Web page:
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pakistan: border lands dispatches

+ Pakistan

+ "On the Road to Chitral"
30 August, Dir Khas

+ "Prisoners' Dilemma"
31 August, Dir

+ "In the Northwest Frontier"
30-31 August, Dir

+ "Border Town"
2 September, Chitral to Arandu

+ "Don't Go to Timargarha"
1-2 September, Drosh to Timargarha

+ "An American Informer"
3-4 September, Peshawar

+ "A Circle of Trust"
21 September, Islamabad

+ "Indomitable"
23 September, Islamabad

On Aug. 30, 2002, FRONTLINE's team headed for the remote tribal region located north of Peshawar. It's part of a 10,000 square mile border region in northwestern Pakistan -- a lawless area where many Al Qaeda fighters found refuge after fleeing U.S. air strikes in the Tora Bora region of Afghanistan in December 2001. Along the way, FRONTLINE spoke with many local people who expressed sympathy with bin Laden and Al Qaeda. No one, however, would admit to any Al Qaeda members living among them. (Explore, on the left of this page, the producers' e-mail dispatches from the field -- a fascinating behind-the-scenes perspective on a FRONTLINE documentary in the making.)

FRONTLINE's producers got as far as Chitral in the Northwest Frontier Province before being turned away at the border by armed guards. The tribal areas are off-limits to foreigners.

With slim chances of ever getting into the region, they enlisted the help of a local Pashtun reporter, Hayat Ullah Khan. They gave him a small digital video camera and over the next two months he shot 16 hours of footage, some in areas rarely photographed.

The tribal region -- roughly the size of the U.S. state of Vermont -- belongs to Pakistan in name only. Pakistani police and courts have no jurisdiction, and, until recently, the central government in Islamabad never tried to assert control. Justice is done in accordance with Quranic law and tribal elders -- the maliks -- make the important decisions during group meetings called loya jirgas.

The seven agencies that make up the Federally Administered Tribal Areas (FATA) of Pakistan's Northwest Frontier Province -- Khyber, Kurram, Orakzai, Mohmand, Bajaur, North Waziristan and South Waziristan -- have historical, cultural and ethnic ties to Afghanistan. And they are inhabited by fiercely independent tribesmen, many of whom sympathize with the Taliban, their fellow ethnic Pashtuns.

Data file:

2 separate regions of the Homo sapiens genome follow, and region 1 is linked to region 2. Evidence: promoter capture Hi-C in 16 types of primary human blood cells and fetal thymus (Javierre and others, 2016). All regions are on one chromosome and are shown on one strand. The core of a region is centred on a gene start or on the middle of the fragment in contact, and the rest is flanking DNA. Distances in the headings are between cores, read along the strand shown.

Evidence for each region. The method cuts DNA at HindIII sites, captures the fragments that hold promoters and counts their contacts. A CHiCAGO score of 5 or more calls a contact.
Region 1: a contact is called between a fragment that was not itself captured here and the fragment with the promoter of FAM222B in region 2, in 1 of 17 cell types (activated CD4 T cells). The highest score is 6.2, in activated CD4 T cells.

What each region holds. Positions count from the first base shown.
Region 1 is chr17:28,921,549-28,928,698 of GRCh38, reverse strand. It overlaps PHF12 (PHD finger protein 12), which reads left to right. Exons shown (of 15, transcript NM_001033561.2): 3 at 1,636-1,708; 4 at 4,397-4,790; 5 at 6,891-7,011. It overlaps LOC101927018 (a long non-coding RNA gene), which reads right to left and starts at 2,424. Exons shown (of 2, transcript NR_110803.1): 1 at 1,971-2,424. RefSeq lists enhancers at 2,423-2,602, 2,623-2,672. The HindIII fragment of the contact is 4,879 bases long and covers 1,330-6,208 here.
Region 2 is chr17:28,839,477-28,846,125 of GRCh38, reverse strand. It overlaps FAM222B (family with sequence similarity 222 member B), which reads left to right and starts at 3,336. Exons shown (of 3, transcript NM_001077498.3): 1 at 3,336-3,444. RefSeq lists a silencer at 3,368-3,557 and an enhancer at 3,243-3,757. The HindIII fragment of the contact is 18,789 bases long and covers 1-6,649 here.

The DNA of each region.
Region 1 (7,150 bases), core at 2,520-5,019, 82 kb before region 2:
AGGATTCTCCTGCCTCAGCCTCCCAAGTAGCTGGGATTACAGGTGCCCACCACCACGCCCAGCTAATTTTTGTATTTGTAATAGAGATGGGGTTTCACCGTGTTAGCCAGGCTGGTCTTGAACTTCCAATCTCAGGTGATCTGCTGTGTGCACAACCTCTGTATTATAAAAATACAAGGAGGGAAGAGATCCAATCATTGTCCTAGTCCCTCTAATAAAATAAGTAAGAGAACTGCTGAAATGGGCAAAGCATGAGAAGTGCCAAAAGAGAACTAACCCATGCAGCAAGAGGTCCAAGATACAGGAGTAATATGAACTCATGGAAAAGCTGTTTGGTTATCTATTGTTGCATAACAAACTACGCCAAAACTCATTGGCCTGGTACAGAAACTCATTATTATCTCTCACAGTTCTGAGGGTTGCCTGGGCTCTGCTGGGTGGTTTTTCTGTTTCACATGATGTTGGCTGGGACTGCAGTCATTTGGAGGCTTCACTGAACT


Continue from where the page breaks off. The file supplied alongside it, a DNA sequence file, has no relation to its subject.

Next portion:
Pakistan's Tribal Areas
In these excerpts from their interviews with FRONTLINE, Pakistani officials and journalists discuss the state of the tribal areas. President Musharraf claims that it is not possible for large numbers of Al Qaeda to be hiding out in the tribal areas; others believe that many Al Qaeda fighters have found refuge as guests of the Pashtun tribesmen in these northern territories.

Related Links

The Lawless Frontier
In this September, 2000 article for The Atlantic Magazine, reporter Robert Kaplan describes the tribal areas: " Pakistan's Afghan-border region -- 1,000 miles long and 100 miles wide -- is a deathly volcanic landscape of crags and winding canyons. ... From Baluchistan north through the "tribal agencies" of Waziristan, Kurram, Orakzai, Khyber, Mohmand, and Bajaur ... one finds an anarchic realm of highwaymen, religious and tribal violence, heroin laboratories, and weapons smuggling."

home - introduction - mapping the journey
inside the tribal areas - ground zero: pakistan
discussion - interviews - producer's dispatches - readings & links
producer's chat - teachers' guide - tapes & transcripts - press reaction - credits - privacy policy
FRONTLINE - wgbh - pbs

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